September 11, 2013 7:19pm PT by Shirley Halperin, Eriq Gardner
Major Labels Unite in Lawsuit Against SiriusXM
Major labels Sony Music Entertainment, UMG Recordings and Warner Music Group are suing satellite radio giant SiriusXM over recordings that predate 1972, joining at least four other similar legal actions.
At the heart of the dispute: that Federal copyright law did not protect sound recordings until 1972. Recordings made before 1972 -- staples of satellite radio -- are protected by state laws but SiriusXM has interpreted that fact such that they only pay for the use of songs recorded after 1972.
The plaintiffs allege that in playing songs recorded before 1972 -- including standards from the 40s and 50s, rock and roll from the 50s and 60s, and the Motown Sound – SiriusXM is neglecting to pay the artists and rights holders who brought those songs to life.
Flo & Eddie of The Turtles filed a $100 million class-action lawsuit against the satellite radio giant in August premised on the theory that because sound recordings didn't fall under federal copyright protection until 1972, SiriusXM couldn't rely on statutory royalty rates for these older tunes. The next month, SoundExchange filed its own $100 million lawsuit alleging that SiriusXM shouldn't have subtracted pre-'72 recordings from gross revenue calculations.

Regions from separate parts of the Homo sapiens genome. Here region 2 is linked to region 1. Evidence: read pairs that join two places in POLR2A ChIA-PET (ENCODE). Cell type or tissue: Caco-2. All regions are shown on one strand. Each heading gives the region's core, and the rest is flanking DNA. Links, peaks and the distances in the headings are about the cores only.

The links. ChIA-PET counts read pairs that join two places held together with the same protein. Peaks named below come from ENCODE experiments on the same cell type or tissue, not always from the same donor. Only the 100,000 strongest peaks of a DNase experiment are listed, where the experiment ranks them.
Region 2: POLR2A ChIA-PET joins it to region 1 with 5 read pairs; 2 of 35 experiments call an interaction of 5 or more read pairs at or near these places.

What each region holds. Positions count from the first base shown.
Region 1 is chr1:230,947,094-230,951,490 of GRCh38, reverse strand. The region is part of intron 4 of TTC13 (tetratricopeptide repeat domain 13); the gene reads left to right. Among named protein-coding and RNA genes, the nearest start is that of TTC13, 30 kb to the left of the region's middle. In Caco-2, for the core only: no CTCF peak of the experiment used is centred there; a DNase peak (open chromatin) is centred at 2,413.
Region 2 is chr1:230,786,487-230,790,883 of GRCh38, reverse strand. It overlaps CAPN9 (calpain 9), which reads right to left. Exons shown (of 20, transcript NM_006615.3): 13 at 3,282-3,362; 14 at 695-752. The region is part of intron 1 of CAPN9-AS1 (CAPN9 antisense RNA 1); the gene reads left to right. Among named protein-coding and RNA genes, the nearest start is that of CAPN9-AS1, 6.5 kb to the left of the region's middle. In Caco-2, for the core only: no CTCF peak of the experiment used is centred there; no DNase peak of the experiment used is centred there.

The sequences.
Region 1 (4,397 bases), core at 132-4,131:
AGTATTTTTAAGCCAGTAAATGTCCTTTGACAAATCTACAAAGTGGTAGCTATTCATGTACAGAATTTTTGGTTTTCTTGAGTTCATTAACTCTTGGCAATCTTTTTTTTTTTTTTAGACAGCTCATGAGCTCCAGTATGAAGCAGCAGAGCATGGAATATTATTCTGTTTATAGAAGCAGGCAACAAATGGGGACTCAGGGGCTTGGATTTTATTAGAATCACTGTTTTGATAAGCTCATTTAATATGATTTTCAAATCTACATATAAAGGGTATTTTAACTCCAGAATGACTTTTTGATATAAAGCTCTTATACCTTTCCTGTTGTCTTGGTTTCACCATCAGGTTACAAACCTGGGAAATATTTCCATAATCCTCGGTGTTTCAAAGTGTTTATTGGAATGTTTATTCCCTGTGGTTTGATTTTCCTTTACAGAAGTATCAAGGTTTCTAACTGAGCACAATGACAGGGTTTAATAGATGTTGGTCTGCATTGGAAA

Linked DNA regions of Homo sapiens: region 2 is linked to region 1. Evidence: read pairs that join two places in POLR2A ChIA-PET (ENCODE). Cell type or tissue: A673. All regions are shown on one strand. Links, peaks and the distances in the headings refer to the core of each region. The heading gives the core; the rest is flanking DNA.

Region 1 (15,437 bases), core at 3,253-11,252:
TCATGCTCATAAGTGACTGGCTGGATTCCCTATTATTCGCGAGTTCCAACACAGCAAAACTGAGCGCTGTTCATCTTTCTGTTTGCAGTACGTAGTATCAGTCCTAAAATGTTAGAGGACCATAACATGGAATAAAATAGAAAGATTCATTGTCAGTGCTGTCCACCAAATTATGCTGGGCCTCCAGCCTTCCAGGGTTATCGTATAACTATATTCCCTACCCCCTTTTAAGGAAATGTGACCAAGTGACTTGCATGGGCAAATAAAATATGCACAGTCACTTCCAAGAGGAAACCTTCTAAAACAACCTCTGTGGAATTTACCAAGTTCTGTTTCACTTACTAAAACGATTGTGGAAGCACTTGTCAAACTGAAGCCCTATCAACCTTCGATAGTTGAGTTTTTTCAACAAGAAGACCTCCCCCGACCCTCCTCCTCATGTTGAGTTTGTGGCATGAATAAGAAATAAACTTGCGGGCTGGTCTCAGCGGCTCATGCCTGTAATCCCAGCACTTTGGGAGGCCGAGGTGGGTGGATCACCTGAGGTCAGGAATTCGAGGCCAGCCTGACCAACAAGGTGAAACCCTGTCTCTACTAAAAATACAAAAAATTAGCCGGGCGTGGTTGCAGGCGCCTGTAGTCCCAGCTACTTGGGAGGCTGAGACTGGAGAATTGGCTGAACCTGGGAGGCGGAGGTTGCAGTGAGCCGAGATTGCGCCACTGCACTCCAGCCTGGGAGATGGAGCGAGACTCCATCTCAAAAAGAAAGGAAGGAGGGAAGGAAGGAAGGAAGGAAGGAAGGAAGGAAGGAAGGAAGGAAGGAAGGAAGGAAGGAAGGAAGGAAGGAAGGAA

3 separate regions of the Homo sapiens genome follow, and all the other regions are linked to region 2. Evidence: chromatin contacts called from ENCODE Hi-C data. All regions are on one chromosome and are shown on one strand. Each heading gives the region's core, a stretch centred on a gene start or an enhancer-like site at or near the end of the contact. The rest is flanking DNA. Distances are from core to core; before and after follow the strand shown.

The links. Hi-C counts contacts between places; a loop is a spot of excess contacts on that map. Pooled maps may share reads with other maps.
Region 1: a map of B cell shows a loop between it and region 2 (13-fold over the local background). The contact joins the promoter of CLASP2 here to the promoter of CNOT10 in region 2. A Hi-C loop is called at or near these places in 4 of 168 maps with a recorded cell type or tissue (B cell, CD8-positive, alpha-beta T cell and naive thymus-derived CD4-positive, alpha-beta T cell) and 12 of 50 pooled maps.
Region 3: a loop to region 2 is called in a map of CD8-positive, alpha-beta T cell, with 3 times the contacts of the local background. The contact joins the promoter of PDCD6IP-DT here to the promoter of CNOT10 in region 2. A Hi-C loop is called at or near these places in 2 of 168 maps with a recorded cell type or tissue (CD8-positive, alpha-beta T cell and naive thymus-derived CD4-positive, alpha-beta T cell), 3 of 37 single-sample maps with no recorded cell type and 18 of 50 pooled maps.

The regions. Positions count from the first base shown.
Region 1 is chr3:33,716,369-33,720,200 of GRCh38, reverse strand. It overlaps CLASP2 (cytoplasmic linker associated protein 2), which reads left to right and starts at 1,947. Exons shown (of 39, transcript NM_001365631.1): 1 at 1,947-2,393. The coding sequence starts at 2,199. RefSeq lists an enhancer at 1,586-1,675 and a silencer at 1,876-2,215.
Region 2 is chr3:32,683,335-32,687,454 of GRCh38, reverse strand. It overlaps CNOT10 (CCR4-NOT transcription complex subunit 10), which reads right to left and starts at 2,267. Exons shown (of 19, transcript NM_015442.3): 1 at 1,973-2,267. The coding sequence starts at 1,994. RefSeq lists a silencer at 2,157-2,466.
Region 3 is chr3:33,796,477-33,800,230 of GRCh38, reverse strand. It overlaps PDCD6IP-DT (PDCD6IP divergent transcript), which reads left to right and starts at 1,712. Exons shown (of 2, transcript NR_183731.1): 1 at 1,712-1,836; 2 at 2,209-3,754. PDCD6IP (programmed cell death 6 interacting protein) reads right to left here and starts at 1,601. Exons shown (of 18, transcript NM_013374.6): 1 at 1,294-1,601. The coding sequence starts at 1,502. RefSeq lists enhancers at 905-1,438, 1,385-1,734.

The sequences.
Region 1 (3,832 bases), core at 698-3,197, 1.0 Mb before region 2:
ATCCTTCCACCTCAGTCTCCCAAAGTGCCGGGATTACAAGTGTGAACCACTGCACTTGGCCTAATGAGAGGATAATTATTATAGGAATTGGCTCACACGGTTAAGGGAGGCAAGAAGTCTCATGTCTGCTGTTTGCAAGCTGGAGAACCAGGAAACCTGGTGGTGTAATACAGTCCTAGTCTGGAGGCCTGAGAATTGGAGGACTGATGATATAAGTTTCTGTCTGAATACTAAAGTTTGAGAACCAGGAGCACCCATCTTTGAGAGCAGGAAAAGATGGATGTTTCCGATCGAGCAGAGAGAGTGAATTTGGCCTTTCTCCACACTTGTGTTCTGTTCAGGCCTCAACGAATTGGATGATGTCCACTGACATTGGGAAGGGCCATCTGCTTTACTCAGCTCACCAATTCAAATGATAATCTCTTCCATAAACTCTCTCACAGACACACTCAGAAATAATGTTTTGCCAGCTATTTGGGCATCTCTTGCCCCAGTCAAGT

Despite the fact that hundreds of millions -- and possibility billions of dollars -- are at stake collectively in these lawsuits, investors are shrugging off the legal tidal wave against Sirius, pushing the company's stock price up 2.4 percent since the beginning of August.
In the suit, which was filed in California state court on Sept. 11, eight music artists voice their support for the action, including Dionne Warwick, Sam Moore, Eric Burdon and Judy Collins. Writes Nicole Cooke, granddaughter of Sam Cooke (“A Change is Gonna Come”): “SiriusXM is using my grandfather’s music to attract millions of subscribers and broadcasting his recordings for free. SiriusXM has been enjoying record profits at the expense of artists like my grandfather for too long.”
According to the complaint, SiriusXM generates $3.4 billion in annual revenue and “regularly advertises and promotes the availability of Pre-72 Recordings on its service.” With channels devoted exclusively to music from the ’40s, ’50s, ’60s, and ’70s, that SiriusXM refuses to obtain a license or pay any royalties “also undercuts those streaming services that do obtain licenses” for those particular recordings, the record companies, which also include ABKCO, state in the filing.